What should an instructor AVOID doing? Horror stories, please!
This is a discussion on What should an instructor AVOID doing? Horror stories, please! within the Defensive Carry & Tactical Training forums, part of the Defensive Carry Discussions category; My hero Sixto wrote on another thread,
Originally Posted by SIXTO
...I cannot stand the "instructors" who take a weekend NRA course and now they ...
February 24th, 2012 11:11 PM
What should an instructor AVOID doing? Horror stories, please!
My hero Sixto wrote on another thread,
My daughter and I will be taking an NRA instructor's course this summer, and at some point expect to teach basic pistol courses for the church ladies who wish to carry. (We may delay it considering his advice, but one has to start somewhere.) I've asked on the other thread how to best prepare for this, and Limatunes started her own thread recently which will be very helpful. I'll also be digging through the various threads here to properly do my homework.
Originally Posted by SIXTO
But Sixto's post suggested another way to learn as well: by non-example.
SOoooo: when you read Sixto's post, what came to mind? What sort of behaviors should we be darned-tootin' careful to avoid? What attitudes, teaching methods, falsehoods, myths, biases, or anything else should we put on our 'remember not to do this' list?
February 25th, 2012 12:04 AM
Well, I am a fairly new instructor, but I will throw out some things I am trying to avoid. I also am lucky that I teach with several others with far more years of experience than I have, which helps.
First is you absolutely have to have firearms safety down. IF you set a poor example, then your students will follow. There was a thread on here not to long ago about a instructor that shot a student. That is the extreme end.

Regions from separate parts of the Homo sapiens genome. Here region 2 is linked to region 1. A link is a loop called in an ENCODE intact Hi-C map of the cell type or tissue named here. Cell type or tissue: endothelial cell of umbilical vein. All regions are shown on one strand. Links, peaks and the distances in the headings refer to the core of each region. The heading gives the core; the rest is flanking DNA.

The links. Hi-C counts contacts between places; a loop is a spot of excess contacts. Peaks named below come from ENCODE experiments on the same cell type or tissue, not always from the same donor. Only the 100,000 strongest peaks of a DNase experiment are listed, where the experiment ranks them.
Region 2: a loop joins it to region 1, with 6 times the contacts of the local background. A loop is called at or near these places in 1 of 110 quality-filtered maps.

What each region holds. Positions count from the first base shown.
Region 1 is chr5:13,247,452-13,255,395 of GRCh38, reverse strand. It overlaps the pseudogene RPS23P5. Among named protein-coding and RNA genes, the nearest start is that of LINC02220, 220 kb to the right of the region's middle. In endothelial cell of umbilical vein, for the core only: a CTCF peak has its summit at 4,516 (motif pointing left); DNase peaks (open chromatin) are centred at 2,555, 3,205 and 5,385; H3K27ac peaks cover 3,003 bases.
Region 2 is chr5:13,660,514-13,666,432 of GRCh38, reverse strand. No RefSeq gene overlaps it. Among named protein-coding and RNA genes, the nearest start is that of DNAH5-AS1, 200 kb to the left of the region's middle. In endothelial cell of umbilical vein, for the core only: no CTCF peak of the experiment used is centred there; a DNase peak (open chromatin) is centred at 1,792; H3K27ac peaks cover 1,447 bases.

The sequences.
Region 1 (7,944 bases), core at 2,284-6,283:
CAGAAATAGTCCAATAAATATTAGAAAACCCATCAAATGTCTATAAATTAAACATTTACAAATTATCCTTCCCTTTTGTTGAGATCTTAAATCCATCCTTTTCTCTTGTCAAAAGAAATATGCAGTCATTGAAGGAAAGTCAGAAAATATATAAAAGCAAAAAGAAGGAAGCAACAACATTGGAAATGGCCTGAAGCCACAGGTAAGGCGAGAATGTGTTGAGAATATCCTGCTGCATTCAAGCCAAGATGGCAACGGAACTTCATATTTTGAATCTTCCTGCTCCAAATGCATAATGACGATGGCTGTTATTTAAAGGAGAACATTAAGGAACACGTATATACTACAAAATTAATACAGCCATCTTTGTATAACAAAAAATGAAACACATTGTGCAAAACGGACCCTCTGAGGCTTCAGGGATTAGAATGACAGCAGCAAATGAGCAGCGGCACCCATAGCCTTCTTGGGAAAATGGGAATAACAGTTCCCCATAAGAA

The next thing that I try to do is I continue to be a student. I am looking for further training opportunities, and always trying to learn more and more. I don't know everything, I freely admit that. I think that any instructor who says that they know everything probably doesn't.
Going along with that, some instructors seem to think that their way is the greatest way ever, and everyone has to do things just like them (this applies to firearm selection as well). When students ask me "What gun should I buy?" I run them through a series of questions which narrows it down to several choices from reputable makers that they should consider (often this is accompanied by them at least holding and usually shooting the different options), but I never say "You should all only shoot "X" because it is what works best for me."
Stick with the teaching methods the NRA suggests, they suggest them for a reason.
Make sure that everyone else understands what you are explaining, even if it makes sense in your mind, it may not in theirs. I try to keep things simple, and build up to the more complex gradually.
I treat men and women the same, which is as paying customers who are there to gain knowledge. There is no sexual bias on my part. I don't try to intimidate the women students, nor do I try to coddle them. I don't flirt with them either.
I think that is a good start for now, I look forward to seeing what others share.
Fortes Fortuna Juvat
Former, USMC 0311, OIF/OEF vet
NRA Pistol/Rifle/Shotgun/Reloading Instructor, RSO, Ohio CHL Instructor
February 25th, 2012 12:35 AM
NEVER yell HEY when you have a new shooter on the line. It's a coin toss as to if the muzzle follows the eyes to see what you want.
February 25th, 2012 01:35 AM
Never belittle your students.
February 25th, 2012 01:58 AM
Never be afraid to admit that you were wrong about something and change your mind. I sat through a Rob Pincus class and he said that any instructor that can't bring themselves to change their mind needs to find a new career and stop teaching. The more I've learned, the more I've learned what I don't know.
February 25th, 2012 04:53 AM
Grip the gun firmly, like it's a credit card your husband is trying to take from you
"Outside of the killings, Washington has one of the lowest crime rates in the country,"
--Mayor Marion Barry, Washington , DC .
February 25th, 2012 08:16 AM
My sister lost her credit card once and my father did not report it stolen, The theif spent less than she did. Will be all week. Dont forget to tip the waitress and try the veal.
Originally Posted by dukalmighty